People who smoke may have an increased risk of colon cancer. Moreover, a person’s risk of developing colon cancer increases proportionately with the number of years they smoke.
The good news is that as soon as a person quits smoking, their personal risk of colon cancer starts to decrease. Check out these tips to help you quit smoking.
Alcohol is now considered one of the major risk factors for colon cancer, and the risk is directly linked to the amount of alcohol consumed. In fact, a meta-analysis of 57 studies that examined the association between alcohol consumption and colorectal cancer risk showed that people who have 3 1/2 drinks per day (about 50 grams of alcohol) have a 50 percent increased risk of developing colon cancer compared to occasional drinkers or non-drinkers .
The American Institute for Cancer Research recommends limiting alcohol consumption to no more than one drink per day for women and two drinks per day for men.
High-fat, low-fiber diet
A diet high in fat, such as red meats (beef, pork, lamb, or liver) and processed meats (ham, bacon, sausages, hotdogs, and luncheon meats) increases your risk of colon cancer .
While there are no exact guidelines for how much red or processed meat you can consume to avoid increasing your colon cancer risk, the World Cancer Research Fund recommends consuming less than 500 grams of red meat per week (equivalent to about 17.5 ounces per week) and eating very little (if any) processed meats.
The American Cancer Society also recommends limiting red and processed meats and eating more fiber foods, such as fruits, vegetables, and whole grains, to lower your risk for getting colon cancer.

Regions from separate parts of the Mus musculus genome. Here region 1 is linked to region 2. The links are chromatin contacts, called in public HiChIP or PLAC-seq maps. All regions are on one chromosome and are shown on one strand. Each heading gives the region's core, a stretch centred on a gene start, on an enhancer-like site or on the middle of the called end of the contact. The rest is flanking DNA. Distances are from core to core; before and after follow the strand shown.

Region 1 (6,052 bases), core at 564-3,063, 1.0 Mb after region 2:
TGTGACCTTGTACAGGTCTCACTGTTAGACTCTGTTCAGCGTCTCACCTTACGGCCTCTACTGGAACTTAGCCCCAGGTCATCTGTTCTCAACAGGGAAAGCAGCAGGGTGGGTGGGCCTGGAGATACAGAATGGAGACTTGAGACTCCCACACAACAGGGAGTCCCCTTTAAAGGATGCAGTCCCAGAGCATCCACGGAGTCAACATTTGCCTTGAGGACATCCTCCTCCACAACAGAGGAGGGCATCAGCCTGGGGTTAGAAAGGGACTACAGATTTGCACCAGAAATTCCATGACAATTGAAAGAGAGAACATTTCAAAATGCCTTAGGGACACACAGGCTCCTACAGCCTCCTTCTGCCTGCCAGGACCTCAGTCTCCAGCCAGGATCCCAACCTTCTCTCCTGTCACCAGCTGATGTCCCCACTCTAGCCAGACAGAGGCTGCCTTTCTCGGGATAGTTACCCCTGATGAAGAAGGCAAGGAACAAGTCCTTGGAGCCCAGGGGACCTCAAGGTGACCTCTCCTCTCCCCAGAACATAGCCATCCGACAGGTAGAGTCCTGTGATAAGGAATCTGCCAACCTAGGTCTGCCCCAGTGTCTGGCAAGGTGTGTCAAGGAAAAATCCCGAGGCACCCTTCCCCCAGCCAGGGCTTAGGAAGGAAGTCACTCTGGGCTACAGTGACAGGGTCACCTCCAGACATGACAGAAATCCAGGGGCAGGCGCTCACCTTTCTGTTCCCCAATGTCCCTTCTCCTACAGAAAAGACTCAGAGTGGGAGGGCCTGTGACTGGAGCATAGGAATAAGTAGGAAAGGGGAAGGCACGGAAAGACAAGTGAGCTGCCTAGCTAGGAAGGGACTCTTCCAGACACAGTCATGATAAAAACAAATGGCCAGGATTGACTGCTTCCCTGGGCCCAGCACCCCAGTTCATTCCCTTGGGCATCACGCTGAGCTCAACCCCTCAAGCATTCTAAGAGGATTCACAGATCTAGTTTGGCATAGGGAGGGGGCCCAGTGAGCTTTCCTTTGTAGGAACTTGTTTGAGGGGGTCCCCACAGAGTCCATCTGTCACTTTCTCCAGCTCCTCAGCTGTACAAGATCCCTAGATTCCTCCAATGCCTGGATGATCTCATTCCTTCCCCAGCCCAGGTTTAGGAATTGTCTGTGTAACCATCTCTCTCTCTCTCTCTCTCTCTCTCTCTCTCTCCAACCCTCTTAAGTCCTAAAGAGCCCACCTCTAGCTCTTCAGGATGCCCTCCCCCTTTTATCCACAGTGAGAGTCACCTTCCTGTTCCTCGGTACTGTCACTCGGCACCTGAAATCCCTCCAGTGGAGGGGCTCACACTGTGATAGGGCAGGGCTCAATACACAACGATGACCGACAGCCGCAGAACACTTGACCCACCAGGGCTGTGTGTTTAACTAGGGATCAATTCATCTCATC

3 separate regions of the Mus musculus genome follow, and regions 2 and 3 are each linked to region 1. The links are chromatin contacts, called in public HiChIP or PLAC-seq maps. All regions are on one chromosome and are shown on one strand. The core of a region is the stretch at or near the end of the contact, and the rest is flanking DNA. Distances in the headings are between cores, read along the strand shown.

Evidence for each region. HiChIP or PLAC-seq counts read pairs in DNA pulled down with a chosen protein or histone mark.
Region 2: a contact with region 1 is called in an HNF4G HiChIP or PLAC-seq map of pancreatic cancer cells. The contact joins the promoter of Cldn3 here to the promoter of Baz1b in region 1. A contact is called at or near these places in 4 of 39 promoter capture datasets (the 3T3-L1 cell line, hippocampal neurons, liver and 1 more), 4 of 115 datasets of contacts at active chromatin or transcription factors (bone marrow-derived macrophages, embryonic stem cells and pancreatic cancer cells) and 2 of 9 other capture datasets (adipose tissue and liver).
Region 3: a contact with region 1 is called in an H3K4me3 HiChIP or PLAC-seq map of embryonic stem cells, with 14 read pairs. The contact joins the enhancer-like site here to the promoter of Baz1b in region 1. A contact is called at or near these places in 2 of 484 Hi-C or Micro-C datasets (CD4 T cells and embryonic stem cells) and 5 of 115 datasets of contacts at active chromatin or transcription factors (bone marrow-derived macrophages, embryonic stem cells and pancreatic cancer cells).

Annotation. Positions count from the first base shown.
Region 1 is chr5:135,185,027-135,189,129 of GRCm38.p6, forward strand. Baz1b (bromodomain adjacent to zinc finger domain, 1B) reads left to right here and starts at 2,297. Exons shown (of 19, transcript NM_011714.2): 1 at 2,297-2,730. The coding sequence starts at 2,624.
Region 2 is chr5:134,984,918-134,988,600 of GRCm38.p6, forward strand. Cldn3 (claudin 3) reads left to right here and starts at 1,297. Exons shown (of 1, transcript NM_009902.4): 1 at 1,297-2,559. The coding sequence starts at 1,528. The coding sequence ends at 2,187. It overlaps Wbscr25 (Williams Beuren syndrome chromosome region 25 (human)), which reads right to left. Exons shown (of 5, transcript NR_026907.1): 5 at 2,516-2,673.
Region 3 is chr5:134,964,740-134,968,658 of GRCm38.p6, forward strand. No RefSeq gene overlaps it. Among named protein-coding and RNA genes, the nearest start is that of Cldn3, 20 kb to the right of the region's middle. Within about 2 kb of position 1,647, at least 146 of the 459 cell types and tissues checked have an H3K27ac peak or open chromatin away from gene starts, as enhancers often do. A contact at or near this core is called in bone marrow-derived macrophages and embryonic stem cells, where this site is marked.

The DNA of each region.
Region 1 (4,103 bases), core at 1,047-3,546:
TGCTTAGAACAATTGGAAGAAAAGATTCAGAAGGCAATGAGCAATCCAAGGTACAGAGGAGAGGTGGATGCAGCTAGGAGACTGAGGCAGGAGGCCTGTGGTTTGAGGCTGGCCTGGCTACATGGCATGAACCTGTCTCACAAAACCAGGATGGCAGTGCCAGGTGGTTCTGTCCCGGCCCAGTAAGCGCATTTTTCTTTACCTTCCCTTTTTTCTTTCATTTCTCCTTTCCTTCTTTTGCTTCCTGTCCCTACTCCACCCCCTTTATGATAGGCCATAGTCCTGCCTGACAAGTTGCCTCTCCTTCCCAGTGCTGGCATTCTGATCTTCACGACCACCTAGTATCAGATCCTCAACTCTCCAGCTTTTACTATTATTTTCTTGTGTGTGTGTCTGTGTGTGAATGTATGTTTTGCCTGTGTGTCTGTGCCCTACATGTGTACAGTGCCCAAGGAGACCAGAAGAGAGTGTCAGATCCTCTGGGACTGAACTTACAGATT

Inherited gene changes (mutations)
Patients who have inherited the hereditary colon cancer syndrome genes are at risk of developing colon polyps, usually at young ages, and are at higher risk of developing colon cancer early in life. They also are at risk of developing other types of cancers.
Some of the inherited syndromes that can increase the risk of developing colorectal cancer include:
- Familial Adenomatous Polyposis Syndrome (FAP)
This is a family-inherited syndrome that causes the development of hundreds or even thousands of polyps in the lining of your colon. Individuals with FAP have a greatly increased risk of developing colon cancer before age 40.
These patients are also at risk of developing cancers in the thyroid gland, stomach, and the ampulla (part of the bile duct where it drains into the small intestine from the liver). FAP symptoms may include abdominal pain, a change in bowel habits, or bloody stools (from large polyps).